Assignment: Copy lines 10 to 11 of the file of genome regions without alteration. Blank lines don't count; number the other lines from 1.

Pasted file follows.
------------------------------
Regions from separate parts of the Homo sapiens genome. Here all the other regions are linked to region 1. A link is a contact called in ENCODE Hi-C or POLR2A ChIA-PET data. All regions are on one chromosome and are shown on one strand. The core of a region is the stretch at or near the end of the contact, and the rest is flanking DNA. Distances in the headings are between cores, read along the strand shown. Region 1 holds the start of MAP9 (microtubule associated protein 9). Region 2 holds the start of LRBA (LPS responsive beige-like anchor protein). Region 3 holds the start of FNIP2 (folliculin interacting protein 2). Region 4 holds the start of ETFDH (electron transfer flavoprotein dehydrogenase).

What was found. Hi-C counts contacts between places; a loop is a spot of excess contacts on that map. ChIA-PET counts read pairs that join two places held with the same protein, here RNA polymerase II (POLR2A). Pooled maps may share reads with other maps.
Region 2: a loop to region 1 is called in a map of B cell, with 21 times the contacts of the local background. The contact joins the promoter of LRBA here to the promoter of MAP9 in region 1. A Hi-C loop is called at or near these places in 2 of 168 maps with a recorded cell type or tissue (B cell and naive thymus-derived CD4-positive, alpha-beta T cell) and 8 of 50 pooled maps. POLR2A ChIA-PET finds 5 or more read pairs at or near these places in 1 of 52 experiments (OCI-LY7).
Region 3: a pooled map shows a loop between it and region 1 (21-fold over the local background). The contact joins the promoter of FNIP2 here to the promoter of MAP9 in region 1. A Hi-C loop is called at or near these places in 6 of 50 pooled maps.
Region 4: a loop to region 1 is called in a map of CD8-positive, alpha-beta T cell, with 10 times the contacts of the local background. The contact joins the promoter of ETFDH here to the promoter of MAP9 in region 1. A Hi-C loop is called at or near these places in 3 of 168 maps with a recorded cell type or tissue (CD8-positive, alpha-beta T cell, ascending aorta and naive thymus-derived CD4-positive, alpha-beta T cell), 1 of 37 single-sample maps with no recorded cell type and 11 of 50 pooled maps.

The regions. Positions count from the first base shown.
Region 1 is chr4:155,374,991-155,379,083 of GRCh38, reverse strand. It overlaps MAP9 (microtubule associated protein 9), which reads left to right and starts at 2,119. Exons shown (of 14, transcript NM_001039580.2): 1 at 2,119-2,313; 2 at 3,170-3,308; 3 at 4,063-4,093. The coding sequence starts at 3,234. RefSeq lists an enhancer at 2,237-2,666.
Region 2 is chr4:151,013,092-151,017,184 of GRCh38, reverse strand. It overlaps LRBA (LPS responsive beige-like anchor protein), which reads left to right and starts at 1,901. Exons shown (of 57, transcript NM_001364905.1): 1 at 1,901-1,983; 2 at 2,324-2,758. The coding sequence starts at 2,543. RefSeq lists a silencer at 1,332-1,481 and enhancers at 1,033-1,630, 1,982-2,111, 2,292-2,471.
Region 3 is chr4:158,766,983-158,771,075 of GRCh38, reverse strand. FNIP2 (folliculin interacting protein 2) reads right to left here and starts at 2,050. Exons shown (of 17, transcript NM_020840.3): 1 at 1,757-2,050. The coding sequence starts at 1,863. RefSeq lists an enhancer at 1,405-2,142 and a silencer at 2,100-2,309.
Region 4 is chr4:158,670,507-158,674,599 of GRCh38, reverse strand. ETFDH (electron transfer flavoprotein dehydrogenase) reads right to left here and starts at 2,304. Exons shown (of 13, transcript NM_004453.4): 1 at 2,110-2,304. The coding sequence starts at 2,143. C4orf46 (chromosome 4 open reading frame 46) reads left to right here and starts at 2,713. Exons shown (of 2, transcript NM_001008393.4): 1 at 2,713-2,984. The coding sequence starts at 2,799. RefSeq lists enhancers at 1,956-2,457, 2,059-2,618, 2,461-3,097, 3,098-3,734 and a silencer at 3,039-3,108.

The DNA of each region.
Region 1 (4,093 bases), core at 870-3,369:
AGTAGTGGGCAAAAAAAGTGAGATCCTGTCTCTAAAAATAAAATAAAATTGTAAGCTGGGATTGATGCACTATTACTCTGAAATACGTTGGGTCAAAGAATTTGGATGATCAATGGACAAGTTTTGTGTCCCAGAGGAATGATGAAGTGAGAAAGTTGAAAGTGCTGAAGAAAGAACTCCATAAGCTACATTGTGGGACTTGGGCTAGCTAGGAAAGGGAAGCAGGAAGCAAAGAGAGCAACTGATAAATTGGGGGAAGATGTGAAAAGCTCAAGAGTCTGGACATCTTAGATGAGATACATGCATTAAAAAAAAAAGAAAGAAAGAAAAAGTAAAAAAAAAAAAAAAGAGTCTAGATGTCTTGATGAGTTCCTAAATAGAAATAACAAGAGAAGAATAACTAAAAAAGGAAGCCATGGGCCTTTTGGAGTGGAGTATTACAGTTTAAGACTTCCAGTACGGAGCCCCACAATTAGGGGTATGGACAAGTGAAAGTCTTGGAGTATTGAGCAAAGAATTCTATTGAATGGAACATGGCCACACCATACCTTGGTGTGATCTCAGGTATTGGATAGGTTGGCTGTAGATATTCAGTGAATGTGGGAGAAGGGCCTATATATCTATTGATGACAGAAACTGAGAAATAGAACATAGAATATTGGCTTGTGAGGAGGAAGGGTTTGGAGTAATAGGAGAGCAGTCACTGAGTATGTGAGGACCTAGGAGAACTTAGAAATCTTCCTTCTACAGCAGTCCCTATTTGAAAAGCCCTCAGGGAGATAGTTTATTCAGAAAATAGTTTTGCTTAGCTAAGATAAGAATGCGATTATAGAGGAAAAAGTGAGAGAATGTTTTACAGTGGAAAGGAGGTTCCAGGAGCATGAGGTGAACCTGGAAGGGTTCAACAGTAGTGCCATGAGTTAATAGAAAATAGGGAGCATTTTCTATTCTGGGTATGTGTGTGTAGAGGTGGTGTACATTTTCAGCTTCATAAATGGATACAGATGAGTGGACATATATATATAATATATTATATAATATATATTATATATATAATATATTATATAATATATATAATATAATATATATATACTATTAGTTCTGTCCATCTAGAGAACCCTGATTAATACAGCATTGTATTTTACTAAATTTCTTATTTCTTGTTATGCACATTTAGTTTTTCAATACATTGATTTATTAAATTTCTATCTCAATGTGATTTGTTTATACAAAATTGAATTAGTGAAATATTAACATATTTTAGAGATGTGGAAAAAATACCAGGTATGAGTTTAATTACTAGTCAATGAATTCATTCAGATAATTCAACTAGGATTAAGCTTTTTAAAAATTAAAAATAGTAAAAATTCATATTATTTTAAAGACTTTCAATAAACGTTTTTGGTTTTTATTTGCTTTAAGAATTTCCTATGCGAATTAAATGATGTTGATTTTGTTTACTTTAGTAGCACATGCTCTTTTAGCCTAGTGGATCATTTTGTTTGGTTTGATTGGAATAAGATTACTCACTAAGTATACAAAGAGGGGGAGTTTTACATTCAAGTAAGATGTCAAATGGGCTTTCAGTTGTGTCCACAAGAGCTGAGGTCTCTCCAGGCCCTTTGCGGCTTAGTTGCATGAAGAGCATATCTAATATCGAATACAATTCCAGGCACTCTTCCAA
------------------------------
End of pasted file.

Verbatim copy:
Region 4 is chr4:158,670,507-158,674,599 of GRCh38, reverse strand. ETFDH (electron transfer flavoprotein dehydrogenase) reads right to left here and starts at 2,304. Exons shown (of 13, transcript NM_004453.4): 1 at 2,110-2,304. The coding sequence starts at 2,143. C4orf46 (chromosome 4 open reading frame 46) reads left to right here and starts at 2,713. Exons shown (of 2, transcript NM_001008393.4): 1 at 2,713-2,984. The coding sequence starts at 2,799. RefSeq lists enhancers at 1,956-2,457, 2,059-2,618, 2,461-3,097, 3,098-3,734 and a silencer at 3,039-3,108.

The DNA of each region.